Microsoft Near Deal to Acquire Skype
Microsoft Acquire Internet phone company Skype Technologies SA for $7 billion and $8 Billion the most aggressive move yet by microsoft to play in the increasingly converged worlds of communication, information and entertainment.
Microsoft has invested heavily in marketing and improving the technology of its Bing search engine. While it has made some market share gains over the past year, Google Inc. still dominates the search market with more than 65% of U.S. searches going through its site.
Microsoft, led by its CEO, Steve Ballmer, would be Skype’s fourth owner in eight years.
2003: Skype founded by two software developers, grows to 663 million registered users (8.8 million paying users) by 2011.
2005: EBay buys Skype for $2.6 billion in cash and stock.
2009: EBay sells about 70% to private investors in a deal valuing Skype at $2.75 billion.
2011: Microsoft nears almost $8 billion deal to buy Skype, which posted revenue of $860 million and a $7 million loss in 2010.
At a value close to $8 billion, the Skype deal would rank as the biggest acquisition in the 36-year history of Microsoft, a company that traditionally has shied away from large deals. In 2007, Microsoft paid approximately $6 billion to acquire online advertising firm aQuantive Inc. Many current and former Microsoft executives believe Microsoft significantly overpaid for that deal. But they are also relieved that Microsoft gave up on an unsolicited $48 billion offer for Yahoo Inc. nearly three years ago. Yahoo is valued at half that sum today.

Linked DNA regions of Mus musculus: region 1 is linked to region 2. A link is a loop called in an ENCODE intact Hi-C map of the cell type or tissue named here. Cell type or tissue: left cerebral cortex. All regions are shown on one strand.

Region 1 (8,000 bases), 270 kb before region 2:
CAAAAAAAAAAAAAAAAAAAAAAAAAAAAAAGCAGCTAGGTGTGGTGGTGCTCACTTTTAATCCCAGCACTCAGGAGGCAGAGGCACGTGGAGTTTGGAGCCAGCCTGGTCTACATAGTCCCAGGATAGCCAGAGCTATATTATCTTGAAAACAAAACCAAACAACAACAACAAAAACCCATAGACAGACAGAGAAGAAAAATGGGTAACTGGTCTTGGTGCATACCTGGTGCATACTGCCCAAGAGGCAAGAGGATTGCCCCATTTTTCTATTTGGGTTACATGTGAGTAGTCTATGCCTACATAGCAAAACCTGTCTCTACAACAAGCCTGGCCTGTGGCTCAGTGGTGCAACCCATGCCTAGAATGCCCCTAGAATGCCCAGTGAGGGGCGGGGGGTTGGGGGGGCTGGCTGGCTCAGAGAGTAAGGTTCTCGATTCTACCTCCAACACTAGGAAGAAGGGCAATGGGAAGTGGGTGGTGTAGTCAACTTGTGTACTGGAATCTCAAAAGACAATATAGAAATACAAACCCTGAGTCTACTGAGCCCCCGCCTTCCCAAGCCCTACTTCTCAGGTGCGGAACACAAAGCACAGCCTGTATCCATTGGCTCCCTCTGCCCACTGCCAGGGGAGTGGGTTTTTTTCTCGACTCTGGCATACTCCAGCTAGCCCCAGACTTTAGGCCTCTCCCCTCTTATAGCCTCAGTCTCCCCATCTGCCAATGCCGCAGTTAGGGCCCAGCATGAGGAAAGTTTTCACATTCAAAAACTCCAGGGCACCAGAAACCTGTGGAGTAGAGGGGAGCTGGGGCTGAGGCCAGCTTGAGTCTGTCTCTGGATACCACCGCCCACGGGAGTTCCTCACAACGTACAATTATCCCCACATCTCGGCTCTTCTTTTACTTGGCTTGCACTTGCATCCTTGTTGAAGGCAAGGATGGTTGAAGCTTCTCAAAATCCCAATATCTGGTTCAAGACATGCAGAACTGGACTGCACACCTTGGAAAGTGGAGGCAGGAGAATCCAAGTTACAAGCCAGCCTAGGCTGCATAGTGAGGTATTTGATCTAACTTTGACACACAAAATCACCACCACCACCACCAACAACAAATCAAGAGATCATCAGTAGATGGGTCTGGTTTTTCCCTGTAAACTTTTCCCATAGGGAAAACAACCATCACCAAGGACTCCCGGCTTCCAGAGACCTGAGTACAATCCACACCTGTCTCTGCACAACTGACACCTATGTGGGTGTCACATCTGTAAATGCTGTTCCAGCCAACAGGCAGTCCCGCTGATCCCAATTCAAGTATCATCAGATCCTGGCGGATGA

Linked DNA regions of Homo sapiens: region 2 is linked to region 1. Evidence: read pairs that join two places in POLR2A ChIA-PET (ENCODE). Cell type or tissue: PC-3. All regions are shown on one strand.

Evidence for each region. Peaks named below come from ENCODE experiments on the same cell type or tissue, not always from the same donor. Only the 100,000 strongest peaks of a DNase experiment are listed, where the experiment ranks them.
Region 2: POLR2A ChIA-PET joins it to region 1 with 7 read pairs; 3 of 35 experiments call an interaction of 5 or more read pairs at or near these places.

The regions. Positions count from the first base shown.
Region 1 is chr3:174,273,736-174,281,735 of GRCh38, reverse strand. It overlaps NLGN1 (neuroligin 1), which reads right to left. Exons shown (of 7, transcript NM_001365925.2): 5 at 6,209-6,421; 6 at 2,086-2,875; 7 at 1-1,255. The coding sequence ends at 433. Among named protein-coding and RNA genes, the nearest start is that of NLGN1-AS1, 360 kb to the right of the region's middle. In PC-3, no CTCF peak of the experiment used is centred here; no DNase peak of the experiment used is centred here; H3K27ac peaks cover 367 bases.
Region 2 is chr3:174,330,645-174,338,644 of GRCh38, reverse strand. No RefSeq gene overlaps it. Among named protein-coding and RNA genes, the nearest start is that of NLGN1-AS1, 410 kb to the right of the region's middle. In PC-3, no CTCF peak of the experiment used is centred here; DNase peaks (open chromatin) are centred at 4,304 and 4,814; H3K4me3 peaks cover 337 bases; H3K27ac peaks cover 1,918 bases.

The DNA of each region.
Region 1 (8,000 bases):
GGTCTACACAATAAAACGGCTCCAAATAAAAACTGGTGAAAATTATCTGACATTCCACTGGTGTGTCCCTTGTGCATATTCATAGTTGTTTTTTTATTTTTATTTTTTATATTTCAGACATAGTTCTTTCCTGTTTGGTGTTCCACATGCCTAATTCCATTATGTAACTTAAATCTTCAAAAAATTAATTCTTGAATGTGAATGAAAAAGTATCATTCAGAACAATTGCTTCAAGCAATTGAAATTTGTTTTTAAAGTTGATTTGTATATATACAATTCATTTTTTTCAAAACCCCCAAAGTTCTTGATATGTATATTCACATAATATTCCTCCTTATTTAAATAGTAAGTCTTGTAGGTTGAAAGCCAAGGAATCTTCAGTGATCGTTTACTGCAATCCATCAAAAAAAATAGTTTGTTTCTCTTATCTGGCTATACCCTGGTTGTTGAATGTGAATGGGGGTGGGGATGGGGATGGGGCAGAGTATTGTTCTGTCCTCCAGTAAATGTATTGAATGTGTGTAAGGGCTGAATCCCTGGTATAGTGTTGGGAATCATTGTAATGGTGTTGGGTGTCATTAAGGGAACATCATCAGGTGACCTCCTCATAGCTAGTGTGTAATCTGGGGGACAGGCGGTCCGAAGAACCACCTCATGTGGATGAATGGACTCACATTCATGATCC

For all its promise, Skype has had a mixed history as an operating business. It has produced little net profit in the eight years since it was founded. Profits continue to remain elusive as the company expands its business world-wide. Last year the company posted revenue of $860 million and $264 million in operating profits, but still had a loss of $7 million. The company had $686 million in long-term debt as of Dec. 31.
Skype uses a technology called voice over Internet protocol, which treats calls as data like email messages and routes them over the Internet, rather than a traditional phone network. Skype’s software, which can be downloaded free, allows users to call other Skype users on computers or certain cellphones for free. Skype users can also call land lines for a fee and conduct video calls.
Skype could play a role in Microsoft’s effort to turn around its fortunes in the mobile-phone market, an area where it has lagged badly behind rivals Apple and Google. The company last year launched a new operating system for mobile phones known as Windows Phone 7 that has been well reviewed by technology critics but hasn’t yet meaningfully improved Microsoft’s market share.
Microsoft will likely need to tread carefully, though, in integrating Skype into its mobile software because of the potential for pushback from wireless carriers, whose support Microsoft badly needs. Skype could give consumers a way to make cheap phone calls over the Internet from mobile phones, without paying higher rates to the carriers.
Last August, Skype filed documents to go public but put its IPO plans on hold after bringing in a new chief executive, Tony Bates. Skype had expected to raise close to $1 billion through its IPO, people familiar with the matter said at the time. At the same time, the Luxembourg-based company entertained conversations in the past with potential buyers and joint-venture partners, including Facebook Inc., Google and Cisco Systems Inc., according to other people familiar with the matter. Skype had sought between $5 billion and $6 billion to sell itself, they added. The blog GigaOm earlier reported news of Microsoft’s interest in Skype.
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